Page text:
Pregnancy Guide

Antenatal care with twins

Because there are increased risks with a twin or triplet pregnancy, especially if your babies share a single placenta, good antenatal care is essential.

Check-ups and scans in a twin pregnancy

The number of tests and scans you will be offered will depend on the type of twins or triplets you're having. Women with multiple pregnancies should be offered an early pregnancy dating scan scan from 11 weeks 2 days to 14 weeks 1 day, and it's important to attend this appointment.

This is the best time to find out what type of placenta and membranes your twins have (chorionicity) and check your dates. You can also have a screening test for Down’s syndrome, Edwards’ syndrome and Patau’s syndrome done at the same time if you wish. This is done by measuring the small space at the back of the babies’ necks, called a nuchal translucency (NT), and a blood test taken around the same time. Screening for Down’s syndrome, Edwards’ syndrome and Patau’s syndrome is more complicated in twin pregnancies so ensure that you discuss your options before having the blood test with your obstetrician (hospital doctor), or midwife specialising in screening in twin pregnancies in the hospital where you are having your care.

Read more about screening for Down’s syndrome, Edwards’ syndrome and Patau’s syndrome here and there is a film clip available here to give you more information. Please view the film clip before attending your booking appointment with your midwife, you will be more prepared for the discussions you will have on screening for Down’s syndrome, Edwards’ syndrome and Patau’s syndrome.

You will also be offered an anomaly scan around 18 to 21 weeks to check that your babies are developing normally.

Occasionally early in a multiple pregnancy only one fetus thrives.  If you have an early scan, it's possible you'll see two fetal heartbeats and two fetal sacs, but one will have disappeared by the early pregnancy dating scan.  This is because one of the embryos failed to thrive and it has been reabsorbed into the womb. This is referred to as vanishing twin syndrome and has no physical effect on the surviving baby.

Different types of twins

For medical purposes, there are three types of twins. These apply to triplets too, although a triplet pregnancy will be more complex than a twin one. The three types are:

  • dichorionic diamniotic (DCDA) twins - each has their own separate placenta with its own separate inner membrane (amnion) and outer membrane (chorion)
  • monochorionic diamniotic (MCDA) twins - share a single placenta with a single outer membrane and two inner membranes
  • monochorionic monoamniotic (MCMA) twins - share both the inner and outer membranes

All non-identical twins are DCDA, and one third of identical twins are DCDA. The other two-thirds of identical twins are MCDA, and just 1% of identical twins are MCMA.

The percentage of identical and non-identical twins born in the UK aren't routinely recorded, but according to the Multiple Births Foundation about one-third of twins are identical.

What extra care may I need?

If your babies are monochorionic diamniotic (MCDA), you can expect more scans and monitoring as this type of twins has the highest risk of twin-twin transfusion syndrome (TTTS), an abnormality of the placenta.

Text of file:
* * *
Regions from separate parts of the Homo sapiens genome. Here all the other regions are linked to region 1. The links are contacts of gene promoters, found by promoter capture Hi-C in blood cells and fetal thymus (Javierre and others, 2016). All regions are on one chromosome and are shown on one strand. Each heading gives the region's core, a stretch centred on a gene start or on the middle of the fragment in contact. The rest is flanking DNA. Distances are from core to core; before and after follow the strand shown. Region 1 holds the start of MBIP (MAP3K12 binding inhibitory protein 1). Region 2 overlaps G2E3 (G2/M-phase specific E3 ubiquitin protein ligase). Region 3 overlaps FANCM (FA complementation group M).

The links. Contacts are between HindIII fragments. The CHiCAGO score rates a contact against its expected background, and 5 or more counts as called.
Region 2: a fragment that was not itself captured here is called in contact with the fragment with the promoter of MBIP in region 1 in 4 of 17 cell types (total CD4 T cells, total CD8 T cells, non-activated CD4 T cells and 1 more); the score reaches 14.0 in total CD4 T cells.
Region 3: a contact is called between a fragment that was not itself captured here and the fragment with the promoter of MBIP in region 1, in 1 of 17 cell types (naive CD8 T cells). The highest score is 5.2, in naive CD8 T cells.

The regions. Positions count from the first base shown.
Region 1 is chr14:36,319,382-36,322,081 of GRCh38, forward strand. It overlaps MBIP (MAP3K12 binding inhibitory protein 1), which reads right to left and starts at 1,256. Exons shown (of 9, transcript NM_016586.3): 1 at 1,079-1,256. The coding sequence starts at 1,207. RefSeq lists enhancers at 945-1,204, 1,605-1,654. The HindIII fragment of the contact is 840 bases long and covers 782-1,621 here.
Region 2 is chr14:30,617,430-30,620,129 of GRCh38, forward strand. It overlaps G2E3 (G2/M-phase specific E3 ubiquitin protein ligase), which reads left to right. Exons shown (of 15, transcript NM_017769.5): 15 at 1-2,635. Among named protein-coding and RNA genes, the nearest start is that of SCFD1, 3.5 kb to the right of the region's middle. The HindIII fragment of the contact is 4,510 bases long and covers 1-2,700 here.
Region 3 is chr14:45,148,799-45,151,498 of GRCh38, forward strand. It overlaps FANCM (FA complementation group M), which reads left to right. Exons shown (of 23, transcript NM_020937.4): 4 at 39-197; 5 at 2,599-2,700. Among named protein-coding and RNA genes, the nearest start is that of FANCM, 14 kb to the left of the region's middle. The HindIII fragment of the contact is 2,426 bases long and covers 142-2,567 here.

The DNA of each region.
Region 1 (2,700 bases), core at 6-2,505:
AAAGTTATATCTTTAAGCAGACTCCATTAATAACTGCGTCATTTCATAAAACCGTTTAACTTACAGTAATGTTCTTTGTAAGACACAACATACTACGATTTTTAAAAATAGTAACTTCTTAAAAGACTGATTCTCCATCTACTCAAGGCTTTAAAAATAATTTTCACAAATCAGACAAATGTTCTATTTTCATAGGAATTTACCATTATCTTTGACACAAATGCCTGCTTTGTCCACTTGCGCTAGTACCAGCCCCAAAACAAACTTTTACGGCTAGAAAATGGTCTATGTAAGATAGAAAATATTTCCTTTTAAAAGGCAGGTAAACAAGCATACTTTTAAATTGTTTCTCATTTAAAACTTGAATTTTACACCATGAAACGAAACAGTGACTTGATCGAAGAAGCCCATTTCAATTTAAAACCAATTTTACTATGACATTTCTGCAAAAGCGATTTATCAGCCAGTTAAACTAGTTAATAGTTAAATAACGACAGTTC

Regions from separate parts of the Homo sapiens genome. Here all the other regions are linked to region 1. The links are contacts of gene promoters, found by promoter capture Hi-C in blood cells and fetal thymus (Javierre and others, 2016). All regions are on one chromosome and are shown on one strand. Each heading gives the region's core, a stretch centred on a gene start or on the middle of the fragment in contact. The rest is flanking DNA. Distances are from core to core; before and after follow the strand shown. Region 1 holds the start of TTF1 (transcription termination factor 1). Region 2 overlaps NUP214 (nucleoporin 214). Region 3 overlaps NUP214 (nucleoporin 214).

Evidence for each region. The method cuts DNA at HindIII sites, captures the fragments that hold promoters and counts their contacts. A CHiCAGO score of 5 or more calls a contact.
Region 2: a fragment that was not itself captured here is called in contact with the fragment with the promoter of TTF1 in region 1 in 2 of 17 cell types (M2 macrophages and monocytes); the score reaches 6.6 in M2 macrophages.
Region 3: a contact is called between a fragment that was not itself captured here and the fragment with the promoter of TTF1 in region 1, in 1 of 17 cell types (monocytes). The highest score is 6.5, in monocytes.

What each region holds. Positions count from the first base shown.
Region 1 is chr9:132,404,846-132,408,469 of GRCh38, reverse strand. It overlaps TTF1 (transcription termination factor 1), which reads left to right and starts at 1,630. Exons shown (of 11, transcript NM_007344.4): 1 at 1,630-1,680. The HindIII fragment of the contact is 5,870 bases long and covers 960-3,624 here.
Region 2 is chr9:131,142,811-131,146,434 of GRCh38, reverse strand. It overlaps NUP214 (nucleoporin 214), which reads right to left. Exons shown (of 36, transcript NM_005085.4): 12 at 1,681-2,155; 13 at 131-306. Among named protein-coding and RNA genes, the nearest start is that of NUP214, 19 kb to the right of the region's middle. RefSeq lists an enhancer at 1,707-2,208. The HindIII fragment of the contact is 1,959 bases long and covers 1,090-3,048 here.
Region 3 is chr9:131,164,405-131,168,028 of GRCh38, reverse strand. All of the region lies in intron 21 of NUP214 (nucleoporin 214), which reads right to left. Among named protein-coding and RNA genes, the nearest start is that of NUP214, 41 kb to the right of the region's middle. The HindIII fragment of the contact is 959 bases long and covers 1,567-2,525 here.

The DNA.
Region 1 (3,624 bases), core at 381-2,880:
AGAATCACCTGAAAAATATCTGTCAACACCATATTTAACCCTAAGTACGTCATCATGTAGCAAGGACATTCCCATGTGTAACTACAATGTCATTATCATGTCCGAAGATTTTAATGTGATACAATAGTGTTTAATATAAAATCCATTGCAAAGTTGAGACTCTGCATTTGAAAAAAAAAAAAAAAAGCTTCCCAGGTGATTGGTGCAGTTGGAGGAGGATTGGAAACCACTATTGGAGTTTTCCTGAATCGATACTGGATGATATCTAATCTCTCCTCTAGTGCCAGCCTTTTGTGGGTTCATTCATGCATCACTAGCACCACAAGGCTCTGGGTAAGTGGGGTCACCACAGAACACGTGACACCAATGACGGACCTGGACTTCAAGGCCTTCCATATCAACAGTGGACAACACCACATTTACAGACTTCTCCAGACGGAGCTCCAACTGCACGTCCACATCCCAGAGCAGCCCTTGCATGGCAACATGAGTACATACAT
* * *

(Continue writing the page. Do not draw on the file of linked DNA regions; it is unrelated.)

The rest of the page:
You may be referred to a regional centre for fetal medicine to be seen by a specialist doctor.

If your babies are MCMA, you will also have frequent scans. With this type of twins there is often some cord entanglement, which can cause complications.

These types of twins are rare and you can expect to receive specialist care and close monitoring. You should be seen by a foetal medicine specialist who has cared for MCMA twins before. This type of twins are usually delivered at 32 to 33 weeks pregnant.

If your babies are DCDA, the risks to their health in the womb are much lower. You will usually be scanned every four weeks.

It's important to attend all your appointments so any problems can be picked up early and treated if necessary.

Find out more about antenatal checks and tests.

Risks in twin pregnancies

While most multiple pregnancies are healthy and result in healthy babies, there are more risks to be aware of when you are pregnant with two or more babies. If you're pregnant with more than one baby, you're at higher risk from pregnancy complications, such as anaemia, pre-eclampsia and gestational diabetes.

Make sure you go to all your antenatal appointments so any problems can be picked up early and treated if necessary. Twins and triplets have a higher risk of being born prematurely (before 37 weeks) and having a low birth weight of under 2.5kg (5.5lb). Triplets have a 90% chance of being born prematurely and of having a low birth weight.

Being premature increases the risk of problems after birth, such as breathing difficulties and cerebral palsy. Your obstetric team will work closely with you throughout your pregnancy and after your babies are born to help make sure you and your babies are safe and healthy.

Twin-twin transfusion syndrome (TTTS)

TTTS affects identical twins who share a placenta (monochorionic). The risk is higher for MCDA twins, but it can occur in MCMA twins too.

It is caused by abnormal connecting blood vessels in the twins' placenta. This results in an imbalanced blood flow from one twin (known as the donor) to the other (recipient), leaving one baby with a greater blood volume than the other.

TTTS affects 10 to 15% of monochorionic twins and can have serious consequences. You'll need to discuss your individual case with your doctor, as what works in one TTTS pregnancy may not be appropriate in another.

Go to the Tamba website for more information on TTTS.


Last Updated: 20/07/2022 13:44:34
The information on this page has been adapted by NHS Wales from original content supplied by NHS UK NHS website